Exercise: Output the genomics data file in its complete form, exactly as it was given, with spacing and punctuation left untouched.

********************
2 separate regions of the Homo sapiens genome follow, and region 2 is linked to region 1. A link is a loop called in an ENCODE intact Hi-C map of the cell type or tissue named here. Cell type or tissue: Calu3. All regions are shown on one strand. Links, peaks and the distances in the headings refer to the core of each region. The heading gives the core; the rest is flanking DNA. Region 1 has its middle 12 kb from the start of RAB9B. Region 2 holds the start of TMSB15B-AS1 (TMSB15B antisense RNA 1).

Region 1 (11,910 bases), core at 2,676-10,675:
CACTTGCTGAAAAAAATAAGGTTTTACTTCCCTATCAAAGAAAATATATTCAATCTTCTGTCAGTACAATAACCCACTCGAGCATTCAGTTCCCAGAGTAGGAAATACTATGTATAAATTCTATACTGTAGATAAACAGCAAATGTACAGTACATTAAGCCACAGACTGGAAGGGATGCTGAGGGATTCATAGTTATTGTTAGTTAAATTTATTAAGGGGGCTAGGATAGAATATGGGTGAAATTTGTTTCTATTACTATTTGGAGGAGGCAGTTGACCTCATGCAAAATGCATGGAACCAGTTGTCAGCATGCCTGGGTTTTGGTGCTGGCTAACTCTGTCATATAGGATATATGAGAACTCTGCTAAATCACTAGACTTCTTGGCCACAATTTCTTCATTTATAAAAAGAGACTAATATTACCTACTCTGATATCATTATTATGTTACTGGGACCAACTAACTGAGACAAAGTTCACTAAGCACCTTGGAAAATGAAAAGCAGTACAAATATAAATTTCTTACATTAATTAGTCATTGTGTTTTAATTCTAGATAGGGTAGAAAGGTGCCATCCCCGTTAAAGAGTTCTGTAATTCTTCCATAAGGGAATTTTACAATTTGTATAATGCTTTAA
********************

2 separate regions of the Homo sapiens genome follow, and region 2 is linked to region 1. A link is a loop called in an ENCODE intact Hi-C map of the cell type or tissue named here. Cell type or tissue: Calu3. All regions are shown on one strand. Links, peaks and the distances in the headings refer to the core of each region. The heading gives the core; the rest is flanking DNA. Region 1 has its middle 12 kb from the start of RAB9B. Region 2 holds the start of TMSB15B-AS1 (TMSB15B antisense RNA 1).

Region 1 (11,910 bases), core at 2,676-10,675:
CACTTGCTGAAAAAAATAAGGTTTTACTTCCCTATCAAAGAAAATATATTCAATCTTCTGTCAGTACAATAACCCACTCGAGCATTCAGTTCCCAGAGTAGGAAATACTATGTATAAATTCTATACTGTAGATAAACAGCAAATGTACAGTACATTAAGCCACAGACTGGAAGGGATGCTGAGGGATTCATAGTTATTGTTAGTTAAATTTATTAAGGGGGCTAGGATAGAATATGGGTGAAATTTGTTTCTATTACTATTTGGAGGAGGCAGTTGACCTCATGCAAAATGCATGGAACCAGTTGTCAGCATGCCTGGGTTTTGGTGCTGGCTAACTCTGTCATATAGGATATATGAGAACTCTGCTAAATCACTAGACTTCTTGGCCACAATTTCTTCATTTATAAAAAGAGACTAATATTACCTACTCTGATATCATTATTATGTTACTGGGACCAACTAACTGAGACAAAGTTCACTAAGCACCTTGGAAAATGAAAAGCAGTACAAATATAAATTTCTTACATTAATTAGTCATTGTGTTTTAATTCTAGATAGGGTAGAAAGGTGCCATCCCCGTTAAAGAGTTCTGTAATTCTTCCATAAGGGAATTTTACAATTTGTATAATGCTTTAA